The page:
For example, in a recent ESG study, IT orchestration and automation was identified by more than one-third of IT organizations as a problematic skill shortage. Think about that for a second. Automation is meant to reduce the number of personnel you need. When you are saying you can’t hire enough people to manage your automation, maybe the automation technology is too complex to be of any real use.

Innovation and investment continue in the area of IT automation, orchestration, and remote management, but is it moving fast enough? The answer at the beginning of the year might have been yes. The answer now is probably different. Given the realities of Covid-19, this could become a real concern for on-premises IT vendors.

Two Paths, One Destination

What does Covid-19 mean for the data center and for business and for IT moving forward? Is this a momentary anomaly or the start of the long-term shift? Let’s think about the options using a “choose your own adventure” style.

  • Path A: You were successful weathering the storm. You and your business were able to continue operations and find some success during this difficult time. Moving forward, you will likely recognize that this was due to your investment and experience with digital productivity tools and cloud services, encouraging more investment in the future. You might even recognize that if operations were able to continue without those big expensive office buildings, maybe you don’t need those anymore and you accelerate remote, digital work programs.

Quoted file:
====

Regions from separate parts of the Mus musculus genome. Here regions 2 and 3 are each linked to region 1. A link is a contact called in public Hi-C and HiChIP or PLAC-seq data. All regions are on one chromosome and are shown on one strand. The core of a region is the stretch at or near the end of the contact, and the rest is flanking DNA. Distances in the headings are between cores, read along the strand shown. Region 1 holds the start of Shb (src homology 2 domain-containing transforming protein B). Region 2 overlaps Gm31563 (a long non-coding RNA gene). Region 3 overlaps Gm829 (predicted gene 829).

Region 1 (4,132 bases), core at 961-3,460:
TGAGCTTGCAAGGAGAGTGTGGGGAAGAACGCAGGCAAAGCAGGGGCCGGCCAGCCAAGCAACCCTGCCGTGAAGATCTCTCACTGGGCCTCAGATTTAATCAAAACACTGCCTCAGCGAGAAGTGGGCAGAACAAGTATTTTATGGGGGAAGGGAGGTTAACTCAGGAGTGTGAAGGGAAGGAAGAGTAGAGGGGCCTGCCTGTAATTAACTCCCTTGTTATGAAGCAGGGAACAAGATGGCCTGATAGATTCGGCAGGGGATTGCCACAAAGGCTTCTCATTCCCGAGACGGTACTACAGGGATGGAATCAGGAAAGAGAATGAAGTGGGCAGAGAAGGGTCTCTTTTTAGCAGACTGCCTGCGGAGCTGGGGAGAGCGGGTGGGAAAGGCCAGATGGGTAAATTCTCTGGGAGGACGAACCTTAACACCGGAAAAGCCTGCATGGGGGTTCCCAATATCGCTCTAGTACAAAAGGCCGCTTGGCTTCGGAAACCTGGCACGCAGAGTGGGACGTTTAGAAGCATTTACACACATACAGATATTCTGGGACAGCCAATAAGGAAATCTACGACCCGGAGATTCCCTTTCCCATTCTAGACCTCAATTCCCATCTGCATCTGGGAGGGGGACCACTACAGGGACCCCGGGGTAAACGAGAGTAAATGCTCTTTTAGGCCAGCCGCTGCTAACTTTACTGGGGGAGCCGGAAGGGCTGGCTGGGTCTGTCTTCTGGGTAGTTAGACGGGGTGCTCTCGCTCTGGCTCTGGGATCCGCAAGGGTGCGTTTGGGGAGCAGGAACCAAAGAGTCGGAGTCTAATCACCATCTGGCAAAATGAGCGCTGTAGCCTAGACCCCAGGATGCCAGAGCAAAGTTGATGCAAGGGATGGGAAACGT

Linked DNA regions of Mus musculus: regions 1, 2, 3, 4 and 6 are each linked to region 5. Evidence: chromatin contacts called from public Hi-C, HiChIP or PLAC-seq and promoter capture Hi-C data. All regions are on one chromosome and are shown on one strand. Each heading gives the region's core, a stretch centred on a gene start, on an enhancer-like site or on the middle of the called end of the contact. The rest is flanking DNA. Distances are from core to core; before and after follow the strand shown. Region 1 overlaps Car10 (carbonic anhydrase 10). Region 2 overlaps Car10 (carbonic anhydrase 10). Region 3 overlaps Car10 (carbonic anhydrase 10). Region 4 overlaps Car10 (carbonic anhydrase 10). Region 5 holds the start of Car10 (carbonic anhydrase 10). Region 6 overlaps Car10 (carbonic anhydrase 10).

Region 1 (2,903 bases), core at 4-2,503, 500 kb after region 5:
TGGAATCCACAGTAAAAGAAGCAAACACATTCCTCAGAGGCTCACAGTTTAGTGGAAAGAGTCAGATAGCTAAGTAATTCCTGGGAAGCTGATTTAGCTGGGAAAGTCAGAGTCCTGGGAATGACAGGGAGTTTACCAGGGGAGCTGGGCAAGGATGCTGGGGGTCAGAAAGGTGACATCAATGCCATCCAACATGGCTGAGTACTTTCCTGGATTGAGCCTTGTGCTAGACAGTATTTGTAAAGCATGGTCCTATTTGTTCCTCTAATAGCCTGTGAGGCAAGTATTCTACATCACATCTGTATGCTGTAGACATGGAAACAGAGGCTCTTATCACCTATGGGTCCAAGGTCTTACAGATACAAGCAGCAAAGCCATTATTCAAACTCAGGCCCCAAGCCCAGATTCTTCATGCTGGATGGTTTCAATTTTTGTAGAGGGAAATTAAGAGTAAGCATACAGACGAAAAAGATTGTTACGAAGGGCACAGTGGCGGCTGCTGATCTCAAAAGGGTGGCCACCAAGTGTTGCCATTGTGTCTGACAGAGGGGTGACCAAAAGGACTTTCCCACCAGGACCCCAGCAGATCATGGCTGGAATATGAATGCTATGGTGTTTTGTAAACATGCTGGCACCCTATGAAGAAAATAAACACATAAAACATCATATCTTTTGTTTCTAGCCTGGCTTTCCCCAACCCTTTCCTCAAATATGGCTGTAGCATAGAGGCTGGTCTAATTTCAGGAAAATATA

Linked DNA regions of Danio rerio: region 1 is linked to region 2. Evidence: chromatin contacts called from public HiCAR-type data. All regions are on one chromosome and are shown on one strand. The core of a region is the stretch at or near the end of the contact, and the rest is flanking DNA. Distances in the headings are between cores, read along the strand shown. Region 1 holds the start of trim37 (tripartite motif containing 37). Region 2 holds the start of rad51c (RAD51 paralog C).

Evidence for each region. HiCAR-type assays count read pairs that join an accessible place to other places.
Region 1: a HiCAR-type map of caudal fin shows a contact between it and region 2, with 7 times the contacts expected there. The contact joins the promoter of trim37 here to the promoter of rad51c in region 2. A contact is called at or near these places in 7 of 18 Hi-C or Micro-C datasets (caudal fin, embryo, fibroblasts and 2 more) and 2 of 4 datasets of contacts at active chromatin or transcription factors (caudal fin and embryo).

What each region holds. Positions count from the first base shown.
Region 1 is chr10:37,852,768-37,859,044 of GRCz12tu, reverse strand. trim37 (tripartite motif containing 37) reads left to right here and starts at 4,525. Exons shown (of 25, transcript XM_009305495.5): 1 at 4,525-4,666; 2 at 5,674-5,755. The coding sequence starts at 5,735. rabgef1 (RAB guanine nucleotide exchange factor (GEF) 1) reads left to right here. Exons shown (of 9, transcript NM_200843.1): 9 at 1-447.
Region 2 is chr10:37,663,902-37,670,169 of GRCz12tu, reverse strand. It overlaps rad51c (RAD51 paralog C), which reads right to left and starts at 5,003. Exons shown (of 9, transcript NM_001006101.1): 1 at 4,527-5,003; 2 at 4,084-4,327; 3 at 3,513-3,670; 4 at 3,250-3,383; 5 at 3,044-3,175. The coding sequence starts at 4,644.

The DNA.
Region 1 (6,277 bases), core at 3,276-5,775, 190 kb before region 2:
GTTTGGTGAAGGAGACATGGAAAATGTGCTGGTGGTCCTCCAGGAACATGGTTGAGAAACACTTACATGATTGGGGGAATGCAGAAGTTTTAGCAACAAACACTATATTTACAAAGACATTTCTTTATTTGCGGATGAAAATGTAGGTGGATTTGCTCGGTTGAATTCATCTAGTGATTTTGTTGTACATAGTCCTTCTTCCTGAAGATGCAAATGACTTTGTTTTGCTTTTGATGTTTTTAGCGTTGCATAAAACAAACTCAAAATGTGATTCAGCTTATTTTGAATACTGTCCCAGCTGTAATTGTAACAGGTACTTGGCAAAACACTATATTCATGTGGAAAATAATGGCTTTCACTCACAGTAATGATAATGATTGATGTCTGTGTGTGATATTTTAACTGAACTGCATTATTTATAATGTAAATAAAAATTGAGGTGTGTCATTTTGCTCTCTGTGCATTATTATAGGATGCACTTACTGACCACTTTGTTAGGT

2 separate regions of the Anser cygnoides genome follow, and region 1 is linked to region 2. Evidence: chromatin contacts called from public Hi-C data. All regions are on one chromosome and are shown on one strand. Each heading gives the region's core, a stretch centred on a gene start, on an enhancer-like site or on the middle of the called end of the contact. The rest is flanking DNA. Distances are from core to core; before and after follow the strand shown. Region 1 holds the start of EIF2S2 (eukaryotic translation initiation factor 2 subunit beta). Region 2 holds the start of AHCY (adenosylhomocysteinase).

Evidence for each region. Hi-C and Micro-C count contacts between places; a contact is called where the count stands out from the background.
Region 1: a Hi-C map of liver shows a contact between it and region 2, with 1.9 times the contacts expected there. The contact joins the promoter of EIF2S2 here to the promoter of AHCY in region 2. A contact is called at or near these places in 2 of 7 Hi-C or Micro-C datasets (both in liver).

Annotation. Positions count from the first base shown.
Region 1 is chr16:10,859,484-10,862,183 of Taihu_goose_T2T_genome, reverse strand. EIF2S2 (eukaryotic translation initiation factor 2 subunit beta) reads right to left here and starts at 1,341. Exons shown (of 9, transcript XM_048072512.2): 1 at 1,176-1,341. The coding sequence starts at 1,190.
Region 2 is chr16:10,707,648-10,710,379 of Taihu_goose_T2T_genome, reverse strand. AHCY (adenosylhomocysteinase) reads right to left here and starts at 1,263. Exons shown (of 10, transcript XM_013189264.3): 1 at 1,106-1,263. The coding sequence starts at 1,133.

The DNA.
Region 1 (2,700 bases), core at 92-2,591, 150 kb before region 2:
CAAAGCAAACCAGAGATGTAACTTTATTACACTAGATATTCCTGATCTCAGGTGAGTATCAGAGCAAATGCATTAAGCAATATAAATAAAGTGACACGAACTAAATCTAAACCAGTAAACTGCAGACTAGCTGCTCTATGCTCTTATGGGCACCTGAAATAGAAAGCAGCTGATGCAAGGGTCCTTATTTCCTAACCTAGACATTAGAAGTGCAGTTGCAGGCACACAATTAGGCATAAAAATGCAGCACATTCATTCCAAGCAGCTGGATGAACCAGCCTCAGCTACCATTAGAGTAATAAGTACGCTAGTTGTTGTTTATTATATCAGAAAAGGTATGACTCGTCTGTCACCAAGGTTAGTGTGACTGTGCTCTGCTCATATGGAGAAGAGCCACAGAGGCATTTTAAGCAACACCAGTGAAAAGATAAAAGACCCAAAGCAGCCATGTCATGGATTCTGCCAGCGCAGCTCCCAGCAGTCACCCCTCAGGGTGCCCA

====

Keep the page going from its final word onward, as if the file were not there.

• Path B: Your business took a significant hit during the pandemic. In this scenario, day-to-day operations took a huge hit. Either your organization is too reliant on physical employees being at a specific location or you under invested in remote digital services and automation. When the crisis hit, maybe there was a significant investment, but the roll out and learning curve took too long, and the damage was done in terms of lost revenue and lost market share. Moving forward, assuming the business is still intact, your executive team will want to be better prepared. As a result, you increase investment in digital collaboration tools and public cloud services.

Ultimately, both paths end up at the same location, with businesses prioritizing investment in digital transformation activities and investing in cloud services. In other words, investing in ways to make sure the business can operate with people doing as few physical, manual tasks as possible.

Traditionally, I would expect these types of investment to span both on- and off-premises resources. Unless on premises technology can improve its automation and remote management capabilities quickly, cloud services will likely capture the lion’s share of this investment moving forward.

Covid-19 is a wake-up call to all businesses on the necessity of digital transformation. But it should also be a wake-up call to data center technology providers. IT needs the ability to deploy, provision, and manage new services automatically and remotely, with little to no manual interaction. IT needs the automated data center. Better yet, IT needs the automated hybrid cloud, and it needs it now.